Tourism in Paris is recovering fast, the French government has confirmed, after hotel and airline bookings slumped following the 13 November attacks that killed 130 people.
In another optimistic note, the way some Australian agents handled the crisis for their clients is drawing praise.
Daily occupancy at hotels in Paris fell 24% on average in the week after the attacks, according to figures issued on Wednesday by the Office du Tourisme et des Congres de Paris. The decline had eased to 16% by the start of this week, French Economy Minister Emmanuel Macron said.
New international flight bookings to Paris plunged by 27% for the week of 14-21 November 2015 compared to the same week in 2014, travel and booking information firm ForwardKeys revealed a couple of days ago. Reports from Paris say airline booking cancellations have now returned to more normal levels.
Meanwhile, reports are emerging of the efficiency with which some Australian travel agents handled the Paris crisis for their clients. The reports echo similar recent cases in which clients who booked through agents have fared much better during travel disruptions than those who booked direct. This was noted during a Lufthansa strike earlier this month, when travel agents working round the clock managed to get their clients to their destinations with little to no disruption, while travellers who had booked with OTAs, or direct with airlines, were left sitting at European airports, stranded and disgruntled.
In the Paris terrorism case, the speed at which Australian company TravelManagers moved into action stands out.
TravelManagers’ executive general manager, Michael Gazal, says his company’s focus in such an event is to provide the firm’s personal travel managers (PTMs) with as much information as possible, as quickly as possible, in order to track down and ensure the safety of any clients who may have been affected.
In the Paris case, Gazal says the National Partnership Office (NPO), which puts crisis plans into action, was alerted to the situation in Paris within two hours of the first attack taking place. This was while events were still unfolding at the Bataclan theatre.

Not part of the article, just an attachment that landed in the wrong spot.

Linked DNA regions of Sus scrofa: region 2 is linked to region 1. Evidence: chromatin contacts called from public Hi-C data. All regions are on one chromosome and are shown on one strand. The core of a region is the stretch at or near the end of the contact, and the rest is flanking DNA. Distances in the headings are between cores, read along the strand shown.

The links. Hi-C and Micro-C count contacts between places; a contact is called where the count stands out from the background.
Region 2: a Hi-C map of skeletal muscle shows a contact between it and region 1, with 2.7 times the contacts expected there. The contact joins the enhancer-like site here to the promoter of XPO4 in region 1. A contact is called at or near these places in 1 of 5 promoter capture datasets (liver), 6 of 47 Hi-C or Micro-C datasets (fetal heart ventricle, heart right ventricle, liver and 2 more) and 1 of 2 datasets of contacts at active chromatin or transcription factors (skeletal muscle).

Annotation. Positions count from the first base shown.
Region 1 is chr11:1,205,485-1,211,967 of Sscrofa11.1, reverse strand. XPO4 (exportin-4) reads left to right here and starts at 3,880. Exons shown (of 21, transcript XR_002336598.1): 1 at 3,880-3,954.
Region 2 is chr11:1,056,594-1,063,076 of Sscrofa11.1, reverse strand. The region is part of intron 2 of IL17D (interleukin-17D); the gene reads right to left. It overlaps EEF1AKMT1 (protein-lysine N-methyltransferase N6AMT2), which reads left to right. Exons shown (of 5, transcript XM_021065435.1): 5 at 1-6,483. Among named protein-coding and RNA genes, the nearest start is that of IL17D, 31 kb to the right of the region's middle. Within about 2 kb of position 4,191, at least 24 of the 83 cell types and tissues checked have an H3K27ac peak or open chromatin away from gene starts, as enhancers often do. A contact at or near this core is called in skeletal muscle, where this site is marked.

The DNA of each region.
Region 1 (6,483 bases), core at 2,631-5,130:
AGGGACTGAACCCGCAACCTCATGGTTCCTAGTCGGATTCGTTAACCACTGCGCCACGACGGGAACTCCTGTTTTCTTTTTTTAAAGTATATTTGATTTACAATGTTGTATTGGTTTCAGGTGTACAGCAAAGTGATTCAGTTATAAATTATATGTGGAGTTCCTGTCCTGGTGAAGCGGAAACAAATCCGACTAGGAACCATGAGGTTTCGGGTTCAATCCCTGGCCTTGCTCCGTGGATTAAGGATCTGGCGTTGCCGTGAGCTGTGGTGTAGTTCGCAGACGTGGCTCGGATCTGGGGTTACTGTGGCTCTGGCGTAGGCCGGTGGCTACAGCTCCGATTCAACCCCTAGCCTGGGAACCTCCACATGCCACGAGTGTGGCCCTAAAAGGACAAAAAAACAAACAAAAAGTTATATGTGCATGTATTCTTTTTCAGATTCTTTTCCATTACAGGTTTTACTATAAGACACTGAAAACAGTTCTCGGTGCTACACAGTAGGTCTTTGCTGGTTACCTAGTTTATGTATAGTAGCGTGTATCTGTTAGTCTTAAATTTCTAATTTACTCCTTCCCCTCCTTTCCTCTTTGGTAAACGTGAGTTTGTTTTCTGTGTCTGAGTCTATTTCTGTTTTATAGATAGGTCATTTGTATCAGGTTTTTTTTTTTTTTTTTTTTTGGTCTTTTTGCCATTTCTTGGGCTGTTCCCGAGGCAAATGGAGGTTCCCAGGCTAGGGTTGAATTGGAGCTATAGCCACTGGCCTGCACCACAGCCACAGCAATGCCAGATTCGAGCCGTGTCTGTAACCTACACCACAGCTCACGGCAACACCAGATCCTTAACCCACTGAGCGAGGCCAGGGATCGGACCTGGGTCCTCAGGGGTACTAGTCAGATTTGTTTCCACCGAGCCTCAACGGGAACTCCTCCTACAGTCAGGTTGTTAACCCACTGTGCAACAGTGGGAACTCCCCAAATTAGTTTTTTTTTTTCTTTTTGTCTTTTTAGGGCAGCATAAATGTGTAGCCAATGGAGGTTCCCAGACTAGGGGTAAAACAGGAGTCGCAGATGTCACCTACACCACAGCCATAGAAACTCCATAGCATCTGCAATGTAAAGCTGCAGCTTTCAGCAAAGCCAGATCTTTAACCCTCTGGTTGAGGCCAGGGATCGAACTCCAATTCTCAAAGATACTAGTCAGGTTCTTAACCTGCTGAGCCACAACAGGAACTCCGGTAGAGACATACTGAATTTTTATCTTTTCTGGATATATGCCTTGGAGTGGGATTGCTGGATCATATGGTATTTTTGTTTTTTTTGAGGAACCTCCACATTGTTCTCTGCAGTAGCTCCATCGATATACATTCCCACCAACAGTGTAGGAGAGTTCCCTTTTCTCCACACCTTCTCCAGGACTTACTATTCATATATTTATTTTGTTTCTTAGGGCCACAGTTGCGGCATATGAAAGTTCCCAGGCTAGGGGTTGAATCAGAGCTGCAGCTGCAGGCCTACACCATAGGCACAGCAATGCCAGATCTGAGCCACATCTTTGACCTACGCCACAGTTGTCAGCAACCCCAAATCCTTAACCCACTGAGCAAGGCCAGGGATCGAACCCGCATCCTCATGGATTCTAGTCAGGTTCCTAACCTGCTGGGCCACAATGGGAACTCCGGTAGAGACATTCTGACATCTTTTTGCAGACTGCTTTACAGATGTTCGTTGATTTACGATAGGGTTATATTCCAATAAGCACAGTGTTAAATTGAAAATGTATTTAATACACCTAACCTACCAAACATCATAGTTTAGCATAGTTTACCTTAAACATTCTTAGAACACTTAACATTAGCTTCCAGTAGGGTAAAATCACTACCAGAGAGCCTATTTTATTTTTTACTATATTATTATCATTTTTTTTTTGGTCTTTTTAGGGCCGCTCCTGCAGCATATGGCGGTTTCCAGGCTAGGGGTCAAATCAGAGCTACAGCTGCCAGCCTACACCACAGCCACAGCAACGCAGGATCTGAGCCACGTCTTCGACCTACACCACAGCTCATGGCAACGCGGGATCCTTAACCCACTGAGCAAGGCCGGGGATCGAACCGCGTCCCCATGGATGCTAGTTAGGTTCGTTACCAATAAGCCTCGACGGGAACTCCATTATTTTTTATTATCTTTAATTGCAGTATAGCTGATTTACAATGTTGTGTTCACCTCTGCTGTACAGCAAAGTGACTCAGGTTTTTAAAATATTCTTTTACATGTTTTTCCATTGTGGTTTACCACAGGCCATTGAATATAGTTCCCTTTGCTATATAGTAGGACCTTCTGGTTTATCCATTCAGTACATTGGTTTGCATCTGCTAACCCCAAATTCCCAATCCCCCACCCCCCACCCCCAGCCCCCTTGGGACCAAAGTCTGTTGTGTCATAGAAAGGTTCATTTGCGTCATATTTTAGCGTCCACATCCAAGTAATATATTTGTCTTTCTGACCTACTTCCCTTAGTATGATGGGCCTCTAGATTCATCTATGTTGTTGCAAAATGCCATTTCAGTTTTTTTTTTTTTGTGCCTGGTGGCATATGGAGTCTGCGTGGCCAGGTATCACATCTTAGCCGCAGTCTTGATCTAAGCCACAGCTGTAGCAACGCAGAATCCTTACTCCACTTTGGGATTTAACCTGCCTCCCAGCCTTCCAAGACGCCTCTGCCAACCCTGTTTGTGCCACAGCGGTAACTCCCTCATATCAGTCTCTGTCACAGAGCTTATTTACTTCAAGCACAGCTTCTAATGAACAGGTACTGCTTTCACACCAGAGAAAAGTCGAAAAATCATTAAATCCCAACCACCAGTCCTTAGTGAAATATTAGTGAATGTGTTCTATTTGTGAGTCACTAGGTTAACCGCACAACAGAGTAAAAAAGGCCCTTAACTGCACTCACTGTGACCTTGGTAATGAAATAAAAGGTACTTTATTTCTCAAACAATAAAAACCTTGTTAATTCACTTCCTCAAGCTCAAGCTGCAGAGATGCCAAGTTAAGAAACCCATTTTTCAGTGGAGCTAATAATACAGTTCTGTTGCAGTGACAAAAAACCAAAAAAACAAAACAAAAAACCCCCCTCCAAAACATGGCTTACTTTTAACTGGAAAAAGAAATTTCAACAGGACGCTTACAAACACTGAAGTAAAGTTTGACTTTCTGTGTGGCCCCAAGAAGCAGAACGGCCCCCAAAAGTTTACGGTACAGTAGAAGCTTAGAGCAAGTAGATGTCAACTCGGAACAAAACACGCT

“Less than an hour later, we had provided our entire PTM network with a comprehensive Client Location Report, detailing all clients that were currently in Paris or would be arriving into any point in Paris between 1 and 20 November,” Gazal said.
In many cases, that information included the name, phone number and address of the client’s accommodation arrangements, which Gazal says further simplified the task of contacting clients.
Throughout the weekend after the attack, Gazal says the NPO continued to communicate any updates to its PTMs by email, SMS, Intranet and TravelManagers’ Closed User Group Page on Facebook.
In the end, 25 of TravelManagers’ PTMs had a total of 46 clients who were affected by the Paris terror attacks. Once those details had been established, PTMs were able to contact the affected clients to adjust travel arrangements, keep them advised regarding airline announcements, insurance company advisory notices and other details impacting on their journeys.
“It’s a sad reality in today’s world that we need to be prepared for the worst case scenario, be it a terrorist attack or a natural disaster,” Gazal commented.
“We have very clear plans and systems in place so that we can swing into action immediately and get on with the task of providing our PTMs with the appropriate client lists.”
In Paris meanwhile, airline booking cancellation levels are also returning to normal this week from a slump immediately after the attacks, the Office du Tourisme et des Congres de Paris reported yesterday.
“It’s picking up. We are on a seasonal market, so it is crucial that it picks up quickly for these operators that are open only for a few weeks during the holidays,” Macron said.
The optimism isn’t universal. Christian Navet, president of the Paris-Ile de France section of French hotel federation UMIH, says he has not noticed any recovery.
“We had cancellations right after the attacks, but now it’s just people not coming,” he told Airwise.com. “Hotels are empty. All eyes are now on Christmas.”
Written by Peter Needham